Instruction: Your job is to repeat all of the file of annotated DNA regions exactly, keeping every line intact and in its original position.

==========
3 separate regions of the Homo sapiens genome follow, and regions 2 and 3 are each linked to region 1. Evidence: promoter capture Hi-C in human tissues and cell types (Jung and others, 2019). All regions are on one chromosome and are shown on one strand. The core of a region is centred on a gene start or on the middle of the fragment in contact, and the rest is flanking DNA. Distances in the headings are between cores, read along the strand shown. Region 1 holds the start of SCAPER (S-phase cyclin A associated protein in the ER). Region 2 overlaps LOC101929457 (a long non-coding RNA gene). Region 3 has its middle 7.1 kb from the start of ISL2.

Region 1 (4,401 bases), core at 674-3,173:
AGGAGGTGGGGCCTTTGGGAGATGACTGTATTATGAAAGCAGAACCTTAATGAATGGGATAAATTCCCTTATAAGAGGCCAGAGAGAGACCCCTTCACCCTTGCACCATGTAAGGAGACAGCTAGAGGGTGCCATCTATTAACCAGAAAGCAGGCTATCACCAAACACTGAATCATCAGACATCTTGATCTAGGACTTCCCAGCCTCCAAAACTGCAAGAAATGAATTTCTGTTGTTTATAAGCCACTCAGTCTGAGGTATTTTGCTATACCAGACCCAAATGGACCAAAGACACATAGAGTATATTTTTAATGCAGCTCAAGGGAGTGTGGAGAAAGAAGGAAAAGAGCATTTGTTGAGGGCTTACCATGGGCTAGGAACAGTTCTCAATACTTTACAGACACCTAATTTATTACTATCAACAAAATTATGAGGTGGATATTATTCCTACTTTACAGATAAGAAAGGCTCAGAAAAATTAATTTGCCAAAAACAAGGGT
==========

3 separate regions of the Homo sapiens genome follow, and regions 2 and 3 are each linked to region 1. Evidence: promoter capture Hi-C in human tissues and cell types (Jung and others, 2019). All regions are on one chromosome and are shown on one strand. The core of a region is centred on a gene start or on the middle of the fragment in contact, and the rest is flanking DNA. Distances in the headings are between cores, read along the strand shown. Region 1 holds the start of SCAPER (S-phase cyclin A associated protein in the ER). Region 2 overlaps LOC101929457 (a long non-coding RNA gene). Region 3 has its middle 7.1 kb from the start of ISL2.

Region 1 (4,401 bases), core at 674-3,173:
AGGAGGTGGGGCCTTTGGGAGATGACTGTATTATGAAAGCAGAACCTTAATGAATGGGATAAATTCCCTTATAAGAGGCCAGAGAGAGACCCCTTCACCCTTGCACCATGTAAGGAGACAGCTAGAGGGTGCCATCTATTAACCAGAAAGCAGGCTATCACCAAACACTGAATCATCAGACATCTTGATCTAGGACTTCCCAGCCTCCAAAACTGCAAGAAATGAATTTCTGTTGTTTATAAGCCACTCAGTCTGAGGTATTTTGCTATACCAGACCCAAATGGACCAAAGACACATAGAGTATATTTTTAATGCAGCTCAAGGGAGTGTGGAGAAAGAAGGAAAAGAGCATTTGTTGAGGGCTTACCATGGGCTAGGAACAGTTCTCAATACTTTACAGACACCTAATTTATTACTATCAACAAAATTATGAGGTGGATATTATTCCTACTTTACAGATAAGAAAGGCTCAGAAAAATTAATTTGCCAAAAACAAGGGT